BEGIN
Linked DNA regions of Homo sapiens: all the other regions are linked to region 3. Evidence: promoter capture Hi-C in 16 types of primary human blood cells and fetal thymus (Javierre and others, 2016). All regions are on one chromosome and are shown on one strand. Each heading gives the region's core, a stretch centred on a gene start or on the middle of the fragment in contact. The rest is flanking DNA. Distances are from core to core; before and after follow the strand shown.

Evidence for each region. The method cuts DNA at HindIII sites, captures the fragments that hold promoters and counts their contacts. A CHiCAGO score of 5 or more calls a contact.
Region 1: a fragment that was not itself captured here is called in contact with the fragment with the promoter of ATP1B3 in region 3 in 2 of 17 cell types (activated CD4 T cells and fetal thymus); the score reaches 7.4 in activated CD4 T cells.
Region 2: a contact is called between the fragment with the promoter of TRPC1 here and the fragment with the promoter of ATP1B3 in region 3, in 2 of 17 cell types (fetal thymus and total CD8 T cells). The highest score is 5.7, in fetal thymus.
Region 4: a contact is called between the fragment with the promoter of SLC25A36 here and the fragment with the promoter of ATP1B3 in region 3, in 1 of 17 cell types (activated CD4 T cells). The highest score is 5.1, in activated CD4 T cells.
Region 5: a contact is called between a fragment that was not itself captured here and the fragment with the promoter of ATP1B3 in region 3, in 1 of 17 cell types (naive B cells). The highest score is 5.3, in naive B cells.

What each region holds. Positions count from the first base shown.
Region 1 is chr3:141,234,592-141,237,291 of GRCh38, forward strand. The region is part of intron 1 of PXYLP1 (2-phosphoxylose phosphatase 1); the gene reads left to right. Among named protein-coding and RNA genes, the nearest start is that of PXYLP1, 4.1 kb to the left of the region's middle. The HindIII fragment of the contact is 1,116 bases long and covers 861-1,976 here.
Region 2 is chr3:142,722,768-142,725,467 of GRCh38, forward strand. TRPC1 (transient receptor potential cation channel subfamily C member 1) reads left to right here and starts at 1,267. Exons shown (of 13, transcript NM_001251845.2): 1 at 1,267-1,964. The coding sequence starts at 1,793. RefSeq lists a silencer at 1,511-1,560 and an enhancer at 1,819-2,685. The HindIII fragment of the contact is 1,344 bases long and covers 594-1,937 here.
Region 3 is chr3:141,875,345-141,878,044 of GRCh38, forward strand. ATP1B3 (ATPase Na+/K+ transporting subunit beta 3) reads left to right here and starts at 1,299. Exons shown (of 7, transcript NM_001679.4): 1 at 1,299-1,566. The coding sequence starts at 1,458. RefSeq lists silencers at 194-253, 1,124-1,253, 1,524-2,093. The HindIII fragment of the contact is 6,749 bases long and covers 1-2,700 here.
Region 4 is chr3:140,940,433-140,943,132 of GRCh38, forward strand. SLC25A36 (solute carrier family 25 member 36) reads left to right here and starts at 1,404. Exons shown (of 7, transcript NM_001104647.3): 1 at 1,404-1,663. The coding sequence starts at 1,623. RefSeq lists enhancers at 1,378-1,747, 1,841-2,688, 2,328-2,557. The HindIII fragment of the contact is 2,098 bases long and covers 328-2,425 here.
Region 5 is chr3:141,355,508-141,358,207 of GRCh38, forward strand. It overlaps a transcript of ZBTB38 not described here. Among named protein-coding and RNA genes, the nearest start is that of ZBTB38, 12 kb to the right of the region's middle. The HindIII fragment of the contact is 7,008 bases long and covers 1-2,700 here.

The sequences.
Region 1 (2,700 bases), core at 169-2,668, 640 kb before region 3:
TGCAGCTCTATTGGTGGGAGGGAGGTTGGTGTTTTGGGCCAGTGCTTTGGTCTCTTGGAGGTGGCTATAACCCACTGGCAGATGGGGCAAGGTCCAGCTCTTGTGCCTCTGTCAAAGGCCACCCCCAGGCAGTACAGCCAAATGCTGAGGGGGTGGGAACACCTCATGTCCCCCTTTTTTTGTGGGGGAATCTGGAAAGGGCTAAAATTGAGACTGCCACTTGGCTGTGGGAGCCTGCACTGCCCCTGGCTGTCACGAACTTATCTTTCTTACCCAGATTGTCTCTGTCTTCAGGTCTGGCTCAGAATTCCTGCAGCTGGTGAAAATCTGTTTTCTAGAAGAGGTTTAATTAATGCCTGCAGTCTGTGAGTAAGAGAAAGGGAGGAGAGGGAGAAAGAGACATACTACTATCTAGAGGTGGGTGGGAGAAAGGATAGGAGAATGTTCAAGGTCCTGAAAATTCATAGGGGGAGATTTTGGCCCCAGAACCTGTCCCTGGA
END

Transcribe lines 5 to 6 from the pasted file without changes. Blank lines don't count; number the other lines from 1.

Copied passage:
Region 4: a contact is called between the fragment with the promoter of SLC25A36 here and the fragment with the promoter of ATP1B3 in region 3, in 1 of 17 cell types (activated CD4 T cells). The highest score is 5.1, in activated CD4 T cells.
Region 5: a contact is called between a fragment that was not itself captured here and the fragment with the promoter of ATP1B3 in region 3, in 1 of 17 cell types (naive B cells). The highest score is 5.3, in naive B cells.